It reads like a classic tragedy. The characters are doomed, pushed toward their inevitable ignominious fate by their very nature — their instinct, desires, prejudice and frailty. They can’t help themselves. They do what they do because they must, even if it brings their own destruction. Everybody can see it coming.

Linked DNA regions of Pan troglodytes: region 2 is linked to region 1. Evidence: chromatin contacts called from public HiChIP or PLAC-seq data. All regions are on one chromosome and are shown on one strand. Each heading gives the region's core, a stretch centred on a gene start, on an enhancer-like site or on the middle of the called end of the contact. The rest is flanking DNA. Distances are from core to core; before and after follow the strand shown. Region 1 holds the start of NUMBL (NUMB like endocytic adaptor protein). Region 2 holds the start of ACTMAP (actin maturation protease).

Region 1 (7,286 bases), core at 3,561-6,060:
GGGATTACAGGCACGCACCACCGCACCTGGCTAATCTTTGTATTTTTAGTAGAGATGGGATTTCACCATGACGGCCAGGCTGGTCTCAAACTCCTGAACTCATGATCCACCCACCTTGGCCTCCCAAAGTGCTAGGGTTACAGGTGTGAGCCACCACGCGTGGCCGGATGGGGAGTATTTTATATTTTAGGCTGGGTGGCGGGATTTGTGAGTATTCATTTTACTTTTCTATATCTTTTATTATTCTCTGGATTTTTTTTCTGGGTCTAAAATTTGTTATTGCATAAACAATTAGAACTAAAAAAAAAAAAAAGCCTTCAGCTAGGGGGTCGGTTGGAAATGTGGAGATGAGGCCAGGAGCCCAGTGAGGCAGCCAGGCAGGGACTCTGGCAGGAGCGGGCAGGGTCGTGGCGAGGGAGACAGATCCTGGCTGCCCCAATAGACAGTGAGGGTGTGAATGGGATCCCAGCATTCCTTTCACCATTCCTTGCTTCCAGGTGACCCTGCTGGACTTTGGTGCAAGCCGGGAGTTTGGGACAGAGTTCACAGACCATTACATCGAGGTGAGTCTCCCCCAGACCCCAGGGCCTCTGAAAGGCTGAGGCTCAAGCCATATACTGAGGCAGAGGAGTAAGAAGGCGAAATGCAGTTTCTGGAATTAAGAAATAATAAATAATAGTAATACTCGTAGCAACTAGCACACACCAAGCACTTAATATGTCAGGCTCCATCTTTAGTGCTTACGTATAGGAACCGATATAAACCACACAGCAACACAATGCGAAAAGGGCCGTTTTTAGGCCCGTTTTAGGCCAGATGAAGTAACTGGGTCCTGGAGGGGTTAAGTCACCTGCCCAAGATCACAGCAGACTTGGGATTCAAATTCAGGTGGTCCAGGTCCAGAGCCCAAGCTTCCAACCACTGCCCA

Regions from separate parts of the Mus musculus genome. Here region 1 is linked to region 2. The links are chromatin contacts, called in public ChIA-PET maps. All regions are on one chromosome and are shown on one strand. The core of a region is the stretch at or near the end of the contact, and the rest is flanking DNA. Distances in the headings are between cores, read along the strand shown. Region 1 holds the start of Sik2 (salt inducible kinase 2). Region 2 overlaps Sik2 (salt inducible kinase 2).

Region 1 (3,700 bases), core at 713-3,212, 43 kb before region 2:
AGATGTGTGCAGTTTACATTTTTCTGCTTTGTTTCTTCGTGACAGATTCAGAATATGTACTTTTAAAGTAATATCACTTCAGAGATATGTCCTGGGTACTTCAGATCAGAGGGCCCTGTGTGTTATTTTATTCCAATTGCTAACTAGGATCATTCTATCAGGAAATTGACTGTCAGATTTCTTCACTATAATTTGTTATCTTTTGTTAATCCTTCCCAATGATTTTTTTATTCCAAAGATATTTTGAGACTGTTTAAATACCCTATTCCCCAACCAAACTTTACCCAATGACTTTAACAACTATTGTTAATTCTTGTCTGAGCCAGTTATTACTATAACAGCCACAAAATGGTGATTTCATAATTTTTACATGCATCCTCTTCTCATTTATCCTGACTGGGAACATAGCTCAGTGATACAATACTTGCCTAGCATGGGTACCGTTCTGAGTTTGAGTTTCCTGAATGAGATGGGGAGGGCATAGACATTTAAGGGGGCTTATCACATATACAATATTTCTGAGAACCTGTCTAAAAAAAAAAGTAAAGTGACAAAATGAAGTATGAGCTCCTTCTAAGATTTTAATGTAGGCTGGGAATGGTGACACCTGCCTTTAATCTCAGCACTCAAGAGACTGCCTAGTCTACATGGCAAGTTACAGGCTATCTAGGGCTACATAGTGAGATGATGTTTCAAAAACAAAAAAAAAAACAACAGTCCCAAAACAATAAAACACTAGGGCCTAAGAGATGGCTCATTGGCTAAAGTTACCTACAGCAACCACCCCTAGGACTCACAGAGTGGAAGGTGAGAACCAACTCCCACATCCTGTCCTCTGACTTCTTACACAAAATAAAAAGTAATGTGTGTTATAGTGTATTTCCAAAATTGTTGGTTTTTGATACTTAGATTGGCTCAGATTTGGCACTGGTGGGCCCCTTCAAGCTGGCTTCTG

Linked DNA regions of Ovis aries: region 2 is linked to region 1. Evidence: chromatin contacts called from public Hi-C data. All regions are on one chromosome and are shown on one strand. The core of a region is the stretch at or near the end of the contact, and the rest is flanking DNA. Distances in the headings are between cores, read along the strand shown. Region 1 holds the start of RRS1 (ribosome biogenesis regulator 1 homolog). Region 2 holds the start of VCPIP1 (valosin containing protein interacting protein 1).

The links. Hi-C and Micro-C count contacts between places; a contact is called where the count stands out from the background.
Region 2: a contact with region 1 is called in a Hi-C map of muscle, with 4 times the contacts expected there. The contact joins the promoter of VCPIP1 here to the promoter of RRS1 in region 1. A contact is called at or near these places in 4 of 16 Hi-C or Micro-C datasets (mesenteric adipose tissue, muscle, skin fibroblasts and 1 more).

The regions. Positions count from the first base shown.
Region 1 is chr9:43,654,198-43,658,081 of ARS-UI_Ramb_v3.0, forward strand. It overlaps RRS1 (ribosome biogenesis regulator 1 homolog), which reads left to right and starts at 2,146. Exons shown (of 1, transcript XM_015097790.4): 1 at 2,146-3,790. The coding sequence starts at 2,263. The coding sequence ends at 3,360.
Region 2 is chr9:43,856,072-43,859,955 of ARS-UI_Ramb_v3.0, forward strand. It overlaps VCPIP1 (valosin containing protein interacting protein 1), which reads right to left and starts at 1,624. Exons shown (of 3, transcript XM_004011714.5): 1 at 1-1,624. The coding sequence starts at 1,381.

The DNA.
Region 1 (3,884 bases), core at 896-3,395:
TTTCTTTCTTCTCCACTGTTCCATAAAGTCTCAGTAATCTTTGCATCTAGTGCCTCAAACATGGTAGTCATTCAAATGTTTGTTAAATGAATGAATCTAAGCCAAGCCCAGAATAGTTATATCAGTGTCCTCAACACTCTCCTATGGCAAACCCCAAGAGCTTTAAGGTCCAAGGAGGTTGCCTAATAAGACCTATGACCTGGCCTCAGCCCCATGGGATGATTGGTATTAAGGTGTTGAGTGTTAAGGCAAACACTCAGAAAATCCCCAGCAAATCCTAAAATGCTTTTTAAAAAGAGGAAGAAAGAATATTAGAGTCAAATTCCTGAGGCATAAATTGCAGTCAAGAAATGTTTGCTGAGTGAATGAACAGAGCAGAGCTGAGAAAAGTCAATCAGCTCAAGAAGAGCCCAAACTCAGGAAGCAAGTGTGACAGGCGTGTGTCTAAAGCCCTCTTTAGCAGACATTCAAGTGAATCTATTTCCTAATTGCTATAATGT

Circumstance and fate steer all to the climactic crash. The Boeing Machinists would do almost anything to defend what they achieved in years of collective struggle. The corporate planners and risk managers would project far-off profit. They sought a bottom line 10 or 20 years out. They had to fix more precisely the future expense of building a modern airplane. How can you do that, relying on risky investments to fund 25 years of pension payments for tens of thousands of workers? In their world, you cannot.